Posts Tagged ‘Greasy Neale’

Greasy

January 8, 2019

“Greasy” Neale with the Reds

Very few players actually earn a World Series ring. Very few people earn a National Football League championship, coach a Rose Bowl team, gain a place in the College Football Hall of Fame and earn a spot in the Professional Football Hall of Fame. In keeping with the 100th Anniversary of the 1919 Black Sox Scandal, it’s time you met, as far as I can tell, the only person who did all that, Greasy Neale. And before anybody says something, Jim Thorpe did play in the World Series in 1917, but his team lost (and he never made the Rose Bowl).

Albert Neale was born in November 1891 in Parkersburg, West Virginia. As a kid, he worked as a “grease boy” in a rolling mill (he had to grease the machinery) and the nickname “Greasy” was a natural. The local high school had a football team. What it didn’t have, was a coach. Neale, the oldest player on the team, was named coach. He picked up a scholarship in football to West Virginia Wesleyan College in 1912. He played football, baseball, and basketball.

While still in college, he was signed by the Canadian League team in London, Ontario (Class C at the time), By 1915 he was at Wheeling in Class B ball and was noticed by the Cincinnati Reds. In 1916 he went to the Major Leagues.

But he retained his love of football and spent the 1915 baseball off-season coaching the Muskingum College team. For the remainder of his baseball career, he would continue to waffle between the two sports.

He became the Reds regular left fielder in 1916, remaining there through 1918. In 1919 he moved to right field and participated in the 1919 World Series against the Chicago White Sox (the “Black Sox of scandal infamy). He hit .357 with 10 hits, a double, one triple, four RBIs, and a stolen base.

After the 1920 season he was traded to Philadelphia (the Phillies, not the Athletics), spent 22 games there, and went back to Cincinnati where he stayed through 1922. After spending 1923 out of baseball, he returned to the Reds for three games in 1924, then retired from the sport. For his career his triple slash line reads .259/.319/.332/.651 with 688 hits, 319 runs, 57 doubles, eight home runs, 200 RBIs, 883 total bases, 5.9 WAR, and a World Series ring.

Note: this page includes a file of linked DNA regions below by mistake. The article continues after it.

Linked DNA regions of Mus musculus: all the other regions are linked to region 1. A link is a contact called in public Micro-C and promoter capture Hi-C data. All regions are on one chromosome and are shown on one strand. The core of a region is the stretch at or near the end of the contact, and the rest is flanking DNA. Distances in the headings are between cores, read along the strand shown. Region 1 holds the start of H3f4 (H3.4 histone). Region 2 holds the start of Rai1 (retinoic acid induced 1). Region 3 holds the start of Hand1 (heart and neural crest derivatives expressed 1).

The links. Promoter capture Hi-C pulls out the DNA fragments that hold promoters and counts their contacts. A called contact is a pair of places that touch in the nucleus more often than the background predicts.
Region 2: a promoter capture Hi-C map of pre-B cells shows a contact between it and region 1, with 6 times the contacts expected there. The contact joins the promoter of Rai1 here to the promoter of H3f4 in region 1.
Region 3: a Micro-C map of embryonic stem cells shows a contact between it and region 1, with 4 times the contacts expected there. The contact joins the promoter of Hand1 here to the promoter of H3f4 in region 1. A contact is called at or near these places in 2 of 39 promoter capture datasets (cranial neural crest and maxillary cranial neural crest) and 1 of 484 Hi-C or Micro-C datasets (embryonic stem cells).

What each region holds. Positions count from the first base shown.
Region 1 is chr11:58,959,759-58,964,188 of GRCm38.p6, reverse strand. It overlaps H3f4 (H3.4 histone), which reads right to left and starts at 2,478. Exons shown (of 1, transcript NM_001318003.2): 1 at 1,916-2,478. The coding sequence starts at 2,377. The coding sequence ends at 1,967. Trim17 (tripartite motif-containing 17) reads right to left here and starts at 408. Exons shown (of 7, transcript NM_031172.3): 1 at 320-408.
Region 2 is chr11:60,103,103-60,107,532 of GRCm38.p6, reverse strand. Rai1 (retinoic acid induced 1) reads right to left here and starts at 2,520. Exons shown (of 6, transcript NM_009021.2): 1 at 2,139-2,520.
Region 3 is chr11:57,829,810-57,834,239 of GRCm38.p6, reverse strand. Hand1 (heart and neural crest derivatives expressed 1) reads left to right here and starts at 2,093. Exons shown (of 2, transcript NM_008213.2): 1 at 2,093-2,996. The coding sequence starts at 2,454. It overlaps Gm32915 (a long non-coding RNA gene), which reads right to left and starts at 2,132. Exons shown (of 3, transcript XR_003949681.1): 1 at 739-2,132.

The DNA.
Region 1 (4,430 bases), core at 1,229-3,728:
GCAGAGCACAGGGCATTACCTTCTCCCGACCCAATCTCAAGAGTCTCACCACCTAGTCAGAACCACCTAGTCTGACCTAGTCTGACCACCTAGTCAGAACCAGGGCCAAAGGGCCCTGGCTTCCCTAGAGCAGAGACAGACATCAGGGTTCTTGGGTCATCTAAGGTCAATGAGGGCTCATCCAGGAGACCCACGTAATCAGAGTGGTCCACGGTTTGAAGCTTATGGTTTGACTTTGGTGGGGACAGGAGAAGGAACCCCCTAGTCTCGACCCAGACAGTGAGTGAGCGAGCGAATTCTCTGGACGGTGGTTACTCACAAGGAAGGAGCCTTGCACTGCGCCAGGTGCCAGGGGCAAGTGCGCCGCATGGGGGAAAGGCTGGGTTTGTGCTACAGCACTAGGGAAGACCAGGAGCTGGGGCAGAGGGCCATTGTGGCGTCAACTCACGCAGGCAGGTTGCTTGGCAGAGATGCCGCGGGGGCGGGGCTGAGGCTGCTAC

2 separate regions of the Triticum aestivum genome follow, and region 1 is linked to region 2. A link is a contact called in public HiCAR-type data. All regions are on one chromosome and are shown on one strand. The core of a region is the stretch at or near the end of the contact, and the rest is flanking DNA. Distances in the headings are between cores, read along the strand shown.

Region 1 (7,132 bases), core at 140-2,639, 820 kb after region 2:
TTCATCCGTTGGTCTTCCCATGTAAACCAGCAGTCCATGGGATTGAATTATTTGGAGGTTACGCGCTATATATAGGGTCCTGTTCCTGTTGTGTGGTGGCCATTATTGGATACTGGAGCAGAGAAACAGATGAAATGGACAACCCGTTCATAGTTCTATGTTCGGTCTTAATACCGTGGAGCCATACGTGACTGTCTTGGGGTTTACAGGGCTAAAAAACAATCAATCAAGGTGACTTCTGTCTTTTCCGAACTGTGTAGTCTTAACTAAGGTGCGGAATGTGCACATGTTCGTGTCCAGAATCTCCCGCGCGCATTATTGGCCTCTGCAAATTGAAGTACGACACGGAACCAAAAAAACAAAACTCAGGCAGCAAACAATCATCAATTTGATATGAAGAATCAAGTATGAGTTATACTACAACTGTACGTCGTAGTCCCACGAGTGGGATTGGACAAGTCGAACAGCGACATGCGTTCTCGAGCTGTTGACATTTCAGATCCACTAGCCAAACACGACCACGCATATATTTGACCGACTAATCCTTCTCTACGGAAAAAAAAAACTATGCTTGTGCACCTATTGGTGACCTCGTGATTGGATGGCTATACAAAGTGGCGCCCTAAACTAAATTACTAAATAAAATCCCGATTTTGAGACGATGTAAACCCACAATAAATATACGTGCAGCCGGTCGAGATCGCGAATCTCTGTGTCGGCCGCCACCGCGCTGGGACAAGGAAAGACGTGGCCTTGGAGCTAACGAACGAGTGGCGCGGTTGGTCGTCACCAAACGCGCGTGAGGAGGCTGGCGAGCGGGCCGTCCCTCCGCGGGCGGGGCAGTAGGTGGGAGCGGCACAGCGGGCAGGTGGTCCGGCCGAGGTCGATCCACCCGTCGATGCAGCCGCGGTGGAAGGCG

But he wasn’t through with sports. He spent his offseason coaching football at Marietta College, Washington and Jefferson College, and the University of Virginia (where he also coached the baseball team). His Washington and Jefferson team played California in the 1922 Rose Bowl, which ended in a scoreless tie.

Neale went back to the big leagues as a coach for the St. Louis Cardinals in 1929, and left before the season ended. He moved back to football and coached both West Virginia and Yale in the 1930s. In 1941 the NFL came calling. He took over the Philadelphia Eagles in 1941 and for the next ten seasons, the Eagles were one of the top NFL teams. They won the NFL Eastern Conference title in 1947 but lost the championship game to the Chicago (now Arizona) Cardinals (the Cards only NFL championship), but won consecutive titles in 1948 and 1949. In 1950 the team slumped and Neale was fired.

In 1967 Greasy Neale was inducted into the College Football Hall of Fame and in 1969 the Professional Football Hall of Fame followed suit. He died in 1973 with quite a unique resume.

“Greasy” Neale as Eagles coach

That Other Hall of Fame

February 18, 2010

You realize how hard it is to particpate in a sport at the professional level. Now imagine being able to do it in two sports. Did you know that there are three people who played Major League Baseball that are members of the Professional Football Hall of Fame?  One even as a World Series ring.

George Halas is primarily famous as the great founding father of the National Football League. He owned and coached the Chicago Bears into the 1960s and won a slew of championships, all before the advent of the Super Bowl. But prior to setting up the NFL, Halas played professional baseball. In 1919, Halas became a switch-hitting outfielder for Miller Huggins’ New York Yankees. In 12 games, six in the outfield, he batted 22 times, had two hits (.091), both singles, struck out eight times and had no errors. He disappears from Major League rosters at that point. One source indicates he suffered a hip injury that ended his career (although a cynic might point to the .091 batting average as another possible cause). Not much of a career. He at least knew where his talents lay. In 1963 he was inducted into football’s Hall of Fame in 1963.